19When the king heard the words of the law, he tore his garments. 20The king then issued this command to Hilkiah, to Ahikam, son of Shaphan, to Abdon, son of Michah, to Shaphan the scribe, and to Asaiah, the king’s servant: 21“Go, consult the LORD for me and for those who are left in Israel and Judah, about the words of the book that has been found, for the anger of the LORD burns furiously against us, because our ancestors did not keep the word of the LORD and have not done all that is written in this book.” 22Then Hilkiah and others from the king went to Huldah the prophet, wife of Shallum, son of Tokhath, son of Hasrah, keeper of the wardrobe; she lived in Jerusalem, in the Second Quarter. They spoke to her as they had been instructed, 23and she said to them: “Thus says the LORD, the God of Israel: Say to the man who sent you to me, 24Thus says the LORD: I am about to bring evil upon this place and upon its inhabitants, all the curses written in the book that was read before the king of Judah. 25Because they have abandoned me and have burned incense to other gods, provoking me by all the works of their hands, my anger burns against this place and it cannot be extinguished.
26“But to the king of Judah who sent you to consult the LORD, give this response: Thus says the LORD, the God of Israel: As for the words you have heard, 27because you were heartsick and have humbled yourself before God when you heard his words concerning this place and its inhabitants; because you humbled yourself before me, tore your garments, and wept before me, I in turn have heard—oracle of the LORD. 28I will gather you to your ancestors and you shall go to your grave in peace, and your eyes shall not see all the evil I am about to bring upon this place and upon its inhabitants.”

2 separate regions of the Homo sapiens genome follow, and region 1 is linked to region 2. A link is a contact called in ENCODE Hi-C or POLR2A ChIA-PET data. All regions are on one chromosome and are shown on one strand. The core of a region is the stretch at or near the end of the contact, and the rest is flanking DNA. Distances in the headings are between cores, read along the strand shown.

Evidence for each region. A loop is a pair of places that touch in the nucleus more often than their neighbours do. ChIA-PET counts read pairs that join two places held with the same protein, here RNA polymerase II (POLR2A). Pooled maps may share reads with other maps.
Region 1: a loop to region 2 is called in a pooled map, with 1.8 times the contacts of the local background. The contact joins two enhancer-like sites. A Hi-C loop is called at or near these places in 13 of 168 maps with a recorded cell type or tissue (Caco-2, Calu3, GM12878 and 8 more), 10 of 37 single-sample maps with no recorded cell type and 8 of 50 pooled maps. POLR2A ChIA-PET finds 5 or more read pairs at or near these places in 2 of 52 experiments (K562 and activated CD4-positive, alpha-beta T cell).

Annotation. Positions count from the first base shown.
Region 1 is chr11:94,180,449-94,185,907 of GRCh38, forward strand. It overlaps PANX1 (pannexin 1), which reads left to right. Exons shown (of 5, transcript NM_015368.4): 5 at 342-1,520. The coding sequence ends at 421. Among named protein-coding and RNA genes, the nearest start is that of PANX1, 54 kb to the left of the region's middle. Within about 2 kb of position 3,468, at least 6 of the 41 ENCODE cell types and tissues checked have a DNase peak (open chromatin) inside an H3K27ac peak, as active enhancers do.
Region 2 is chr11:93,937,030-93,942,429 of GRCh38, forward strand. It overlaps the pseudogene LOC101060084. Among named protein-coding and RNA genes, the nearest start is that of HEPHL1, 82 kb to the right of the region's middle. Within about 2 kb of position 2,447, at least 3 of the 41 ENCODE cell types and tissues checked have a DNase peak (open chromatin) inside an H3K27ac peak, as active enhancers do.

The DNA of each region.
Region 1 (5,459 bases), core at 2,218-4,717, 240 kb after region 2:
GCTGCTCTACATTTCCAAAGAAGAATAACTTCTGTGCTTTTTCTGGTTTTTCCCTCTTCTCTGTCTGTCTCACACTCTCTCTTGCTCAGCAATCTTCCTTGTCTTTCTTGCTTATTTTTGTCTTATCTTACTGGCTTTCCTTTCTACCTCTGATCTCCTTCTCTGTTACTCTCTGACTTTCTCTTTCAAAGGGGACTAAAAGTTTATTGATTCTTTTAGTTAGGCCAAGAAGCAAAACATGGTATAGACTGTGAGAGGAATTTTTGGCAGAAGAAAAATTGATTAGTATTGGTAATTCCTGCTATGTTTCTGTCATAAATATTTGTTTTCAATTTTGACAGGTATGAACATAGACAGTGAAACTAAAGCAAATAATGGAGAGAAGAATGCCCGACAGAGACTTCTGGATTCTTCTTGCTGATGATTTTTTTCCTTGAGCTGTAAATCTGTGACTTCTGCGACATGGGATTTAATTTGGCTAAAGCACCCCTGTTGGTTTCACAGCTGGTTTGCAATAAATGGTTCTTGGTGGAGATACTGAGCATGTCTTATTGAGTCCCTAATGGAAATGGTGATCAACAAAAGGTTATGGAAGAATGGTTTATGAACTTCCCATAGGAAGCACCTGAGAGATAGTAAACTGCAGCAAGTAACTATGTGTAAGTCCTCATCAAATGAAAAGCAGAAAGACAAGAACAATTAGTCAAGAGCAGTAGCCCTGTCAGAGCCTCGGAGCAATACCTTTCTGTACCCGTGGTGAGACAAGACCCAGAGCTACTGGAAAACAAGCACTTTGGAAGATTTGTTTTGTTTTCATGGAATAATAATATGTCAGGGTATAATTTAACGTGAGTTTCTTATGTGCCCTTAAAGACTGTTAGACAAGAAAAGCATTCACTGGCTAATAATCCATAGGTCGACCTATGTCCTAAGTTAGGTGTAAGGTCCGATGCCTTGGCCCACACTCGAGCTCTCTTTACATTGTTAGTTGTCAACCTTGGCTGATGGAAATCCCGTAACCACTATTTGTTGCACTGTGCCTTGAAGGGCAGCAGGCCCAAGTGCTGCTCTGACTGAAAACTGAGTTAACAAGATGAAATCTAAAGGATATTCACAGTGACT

This they reported to the king.
Covenant Renewal. 29f The king then had all the elders of Judah and of Jerusalem summoned before him. 30The king went up to the house of the LORD with all the people of Judah and the inhabitants of Jerusalem: priests, Levites, and all the people, great and small. He read aloud to them all the words of the book of the covenant that had been found in the house of the LORD. 31The king stood by the column* and made a covenant in the presence of the LORD to follow the LORD and to observe his commandments, statutes, and decrees with his whole heart and soul, carrying out the words of the covenant written in this book. 32He thereby committed all who were in Jerusalem and Benjamin, and the inhabitants of Jerusalem acted according to the covenant of God, the God of their ancestors. 33Josiah removed every abomination from all the territories belonging to the Israelites, and he obliged all who were in Israel to serve the LORD, their God. During his lifetime they did not turn away from following the LORD, the God of their ancestors.g
* [34:3] In his twelfth year: ca. 628 B.C., i.e., around the time of the Assyrian emperor Asshurbanipal’s death, which enabled Judah to free itself from Assyrian domination. On the basis of 2 Kgs 22:1–23:25 alone, one might suppose that Josiah’s reform began only after and as a result of the discovery of the book of the law in the Temple, in the eighteenth year of his reign (622 B.C.). But the Chronicler is no doubt right in placing the beginning of the reform at an earlier period. The repair of the Temple itself, which led to the finding of the book of the law, was likely part of a cultic reform initiated by Josiah.